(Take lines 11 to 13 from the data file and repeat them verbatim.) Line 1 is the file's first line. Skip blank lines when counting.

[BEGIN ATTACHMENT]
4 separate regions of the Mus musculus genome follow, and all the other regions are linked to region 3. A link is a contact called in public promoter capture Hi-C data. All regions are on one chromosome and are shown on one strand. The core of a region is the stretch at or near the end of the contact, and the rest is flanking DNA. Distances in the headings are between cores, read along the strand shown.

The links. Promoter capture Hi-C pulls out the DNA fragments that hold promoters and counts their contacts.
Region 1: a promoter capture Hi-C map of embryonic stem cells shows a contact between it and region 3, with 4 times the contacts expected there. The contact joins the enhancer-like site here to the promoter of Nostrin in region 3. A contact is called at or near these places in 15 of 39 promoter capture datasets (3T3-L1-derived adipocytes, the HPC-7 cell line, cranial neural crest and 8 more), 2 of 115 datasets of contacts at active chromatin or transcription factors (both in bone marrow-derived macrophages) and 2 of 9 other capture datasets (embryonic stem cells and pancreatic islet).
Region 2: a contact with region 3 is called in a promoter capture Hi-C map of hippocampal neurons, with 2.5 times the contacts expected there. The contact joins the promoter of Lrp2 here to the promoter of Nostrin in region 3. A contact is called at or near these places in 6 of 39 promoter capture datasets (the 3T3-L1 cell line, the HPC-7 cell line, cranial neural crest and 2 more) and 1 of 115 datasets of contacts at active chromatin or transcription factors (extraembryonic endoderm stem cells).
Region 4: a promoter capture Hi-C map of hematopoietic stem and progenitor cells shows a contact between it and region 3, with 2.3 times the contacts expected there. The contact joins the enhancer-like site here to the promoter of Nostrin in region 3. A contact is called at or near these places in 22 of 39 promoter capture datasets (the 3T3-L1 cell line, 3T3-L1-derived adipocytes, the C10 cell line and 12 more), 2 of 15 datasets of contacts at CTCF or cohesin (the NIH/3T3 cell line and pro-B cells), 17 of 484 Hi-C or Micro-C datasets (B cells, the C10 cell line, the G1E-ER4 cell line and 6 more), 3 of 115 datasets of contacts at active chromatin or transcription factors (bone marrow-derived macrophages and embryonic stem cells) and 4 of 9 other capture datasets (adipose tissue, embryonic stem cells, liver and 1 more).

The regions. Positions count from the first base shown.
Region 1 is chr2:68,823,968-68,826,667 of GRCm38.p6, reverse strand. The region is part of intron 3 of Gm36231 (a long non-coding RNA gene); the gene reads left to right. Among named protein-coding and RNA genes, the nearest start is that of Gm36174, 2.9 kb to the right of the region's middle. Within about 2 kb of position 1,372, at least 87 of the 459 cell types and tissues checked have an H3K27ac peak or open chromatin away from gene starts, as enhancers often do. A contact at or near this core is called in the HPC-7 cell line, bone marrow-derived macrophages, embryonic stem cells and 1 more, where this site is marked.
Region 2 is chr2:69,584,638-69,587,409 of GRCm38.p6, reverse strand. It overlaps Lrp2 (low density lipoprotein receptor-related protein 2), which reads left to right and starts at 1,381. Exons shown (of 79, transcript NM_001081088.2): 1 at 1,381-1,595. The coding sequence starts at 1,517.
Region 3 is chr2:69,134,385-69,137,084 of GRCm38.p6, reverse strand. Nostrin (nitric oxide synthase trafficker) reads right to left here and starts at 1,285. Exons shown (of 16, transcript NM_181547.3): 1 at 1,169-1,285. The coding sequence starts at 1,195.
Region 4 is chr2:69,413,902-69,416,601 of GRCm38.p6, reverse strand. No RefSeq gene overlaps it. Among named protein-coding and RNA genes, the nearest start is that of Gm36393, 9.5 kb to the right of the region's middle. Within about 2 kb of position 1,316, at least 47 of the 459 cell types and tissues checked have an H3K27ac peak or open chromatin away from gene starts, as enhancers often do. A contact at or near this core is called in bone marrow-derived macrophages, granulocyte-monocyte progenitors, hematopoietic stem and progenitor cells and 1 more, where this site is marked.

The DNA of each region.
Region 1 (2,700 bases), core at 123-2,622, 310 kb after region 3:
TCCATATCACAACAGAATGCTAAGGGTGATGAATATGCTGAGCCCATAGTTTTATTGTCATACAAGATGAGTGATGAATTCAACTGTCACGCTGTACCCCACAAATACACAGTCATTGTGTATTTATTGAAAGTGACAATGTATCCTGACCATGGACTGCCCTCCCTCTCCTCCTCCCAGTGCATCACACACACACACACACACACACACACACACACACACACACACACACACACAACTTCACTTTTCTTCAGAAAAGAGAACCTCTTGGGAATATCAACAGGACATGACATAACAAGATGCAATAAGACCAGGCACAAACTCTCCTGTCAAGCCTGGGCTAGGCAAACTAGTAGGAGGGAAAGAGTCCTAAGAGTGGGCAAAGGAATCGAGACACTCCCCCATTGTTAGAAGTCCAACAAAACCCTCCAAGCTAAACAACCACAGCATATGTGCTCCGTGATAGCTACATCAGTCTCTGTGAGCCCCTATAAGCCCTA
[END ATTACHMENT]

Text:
The DNA of each region.
Region 1 (2,700 bases), core at 123-2,622, 310 kb after region 3:
TCCATATCACAACAGAATGCTAAGGGTGATGAATATGCTGAGCCCATAGTTTTATTGTCATACAAGATGAGTGATGAATTCAACTGTCACGCTGTACCCCACAAATACACAGTCATTGTGTATTTATTGAAAGTGACAATGTATCCTGACCATGGACTGCCCTCCCTCTCCTCCTCCCAGTGCATCACACACACACACACACACACACACACACACACACACACACACACACACACAACTTCACTTTTCTTCAGAAAAGAGAACCTCTTGGGAATATCAACAGGACATGACATAACAAGATGCAATAAGACCAGGCACAAACTCTCCTGTCAAGCCTGGGCTAGGCAAACTAGTAGGAGGGAAAGAGTCCTAAGAGTGGGCAAAGGAATCGAGACACTCCCCCATTGTTAGAAGTCCAACAAAACCCTCCAAGCTAAACAACCACAGCATATGTGCTCCGTGATAGCTACATCAGTCTCTGTGAGCCCCTATAAGCCCTA